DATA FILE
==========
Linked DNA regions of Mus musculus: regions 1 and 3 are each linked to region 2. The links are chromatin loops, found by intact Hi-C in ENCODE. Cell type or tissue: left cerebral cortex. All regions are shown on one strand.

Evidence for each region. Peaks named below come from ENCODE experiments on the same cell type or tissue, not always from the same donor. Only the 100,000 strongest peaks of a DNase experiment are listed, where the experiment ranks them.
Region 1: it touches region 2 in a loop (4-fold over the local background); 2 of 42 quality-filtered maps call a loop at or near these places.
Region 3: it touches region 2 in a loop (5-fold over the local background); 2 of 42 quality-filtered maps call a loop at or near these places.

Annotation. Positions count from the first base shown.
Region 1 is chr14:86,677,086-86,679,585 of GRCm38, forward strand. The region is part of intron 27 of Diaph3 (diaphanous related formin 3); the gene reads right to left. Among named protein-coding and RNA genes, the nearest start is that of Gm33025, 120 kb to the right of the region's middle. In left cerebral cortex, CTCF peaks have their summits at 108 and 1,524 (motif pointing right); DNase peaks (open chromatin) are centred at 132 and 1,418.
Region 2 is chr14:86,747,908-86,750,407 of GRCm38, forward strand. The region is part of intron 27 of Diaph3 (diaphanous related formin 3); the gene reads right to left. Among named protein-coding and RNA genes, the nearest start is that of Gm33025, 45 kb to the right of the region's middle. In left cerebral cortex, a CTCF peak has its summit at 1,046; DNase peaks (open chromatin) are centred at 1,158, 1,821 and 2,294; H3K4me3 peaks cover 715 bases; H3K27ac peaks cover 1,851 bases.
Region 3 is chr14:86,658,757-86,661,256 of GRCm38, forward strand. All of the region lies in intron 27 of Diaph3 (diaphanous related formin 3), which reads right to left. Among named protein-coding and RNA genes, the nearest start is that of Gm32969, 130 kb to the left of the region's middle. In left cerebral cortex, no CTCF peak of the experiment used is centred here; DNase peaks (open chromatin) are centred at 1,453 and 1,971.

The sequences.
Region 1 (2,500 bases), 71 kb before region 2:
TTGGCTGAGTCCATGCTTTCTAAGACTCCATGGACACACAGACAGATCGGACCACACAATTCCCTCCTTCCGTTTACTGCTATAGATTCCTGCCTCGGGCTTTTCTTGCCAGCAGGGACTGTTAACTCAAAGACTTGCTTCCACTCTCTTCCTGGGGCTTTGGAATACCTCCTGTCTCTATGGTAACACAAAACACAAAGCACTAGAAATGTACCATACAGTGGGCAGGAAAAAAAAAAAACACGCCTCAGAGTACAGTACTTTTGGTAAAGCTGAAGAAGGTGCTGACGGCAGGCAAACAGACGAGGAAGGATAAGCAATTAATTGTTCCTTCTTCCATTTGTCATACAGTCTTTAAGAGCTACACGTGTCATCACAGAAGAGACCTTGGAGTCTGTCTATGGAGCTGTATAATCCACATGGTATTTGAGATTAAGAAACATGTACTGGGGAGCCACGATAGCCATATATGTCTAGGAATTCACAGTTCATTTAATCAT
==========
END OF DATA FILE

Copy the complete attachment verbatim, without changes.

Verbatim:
Linked DNA regions of Mus musculus: regions 1 and 3 are each linked to region 2. The links are chromatin loops, found by intact Hi-C in ENCODE. Cell type or tissue: left cerebral cortex. All regions are shown on one strand.

Evidence for each region. Peaks named below come from ENCODE experiments on the same cell type or tissue, not always from the same donor. Only the 100,000 strongest peaks of a DNase experiment are listed, where the experiment ranks them.
Region 1: it touches region 2 in a loop (4-fold over the local background); 2 of 42 quality-filtered maps call a loop at or near these places.
Region 3: it touches region 2 in a loop (5-fold over the local background); 2 of 42 quality-filtered maps call a loop at or near these places.

Annotation. Positions count from the first base shown.
Region 1 is chr14:86,677,086-86,679,585 of GRCm38, forward strand. The region is part of intron 27 of Diaph3 (diaphanous related formin 3); the gene reads right to left. Among named protein-coding and RNA genes, the nearest start is that of Gm33025, 120 kb to the right of the region's middle. In left cerebral cortex, CTCF peaks have their summits at 108 and 1,524 (motif pointing right); DNase peaks (open chromatin) are centred at 132 and 1,418.
Region 2 is chr14:86,747,908-86,750,407 of GRCm38, forward strand. The region is part of intron 27 of Diaph3 (diaphanous related formin 3); the gene reads right to left. Among named protein-coding and RNA genes, the nearest start is that of Gm33025, 45 kb to the right of the region's middle. In left cerebral cortex, a CTCF peak has its summit at 1,046; DNase peaks (open chromatin) are centred at 1,158, 1,821 and 2,294; H3K4me3 peaks cover 715 bases; H3K27ac peaks cover 1,851 bases.
Region 3 is chr14:86,658,757-86,661,256 of GRCm38, forward strand. All of the region lies in intron 27 of Diaph3 (diaphanous related formin 3), which reads right to left. Among named protein-coding and RNA genes, the nearest start is that of Gm32969, 130 kb to the left of the region's middle. In left cerebral cortex, no CTCF peak of the experiment used is centred here; DNase peaks (open chromatin) are centred at 1,453 and 1,971.

The sequences.
Region 1 (2,500 bases), 71 kb before region 2:
TTGGCTGAGTCCATGCTTTCTAAGACTCCATGGACACACAGACAGATCGGACCACACAATTCCCTCCTTCCGTTTACTGCTATAGATTCCTGCCTCGGGCTTTTCTTGCCAGCAGGGACTGTTAACTCAAAGACTTGCTTCCACTCTCTTCCTGGGGCTTTGGAATACCTCCTGTCTCTATGGTAACACAAAACACAAAGCACTAGAAATGTACCATACAGTGGGCAGGAAAAAAAAAAAACACGCCTCAGAGTACAGTACTTTTGGTAAAGCTGAAGAAGGTGCTGACGGCAGGCAAACAGACGAGGAAGGATAAGCAATTAATTGTTCCTTCTTCCATTTGTCATACAGTCTTTAAGAGCTACACGTGTCATCACAGAAGAGACCTTGGAGTCTGTCTATGGAGCTGTATAATCCACATGGTATTTGAGATTAAGAAACATGTACTGGGGAGCCACGATAGCCATATATGTCTAGGAATTCACAGTTCATTTAATCAT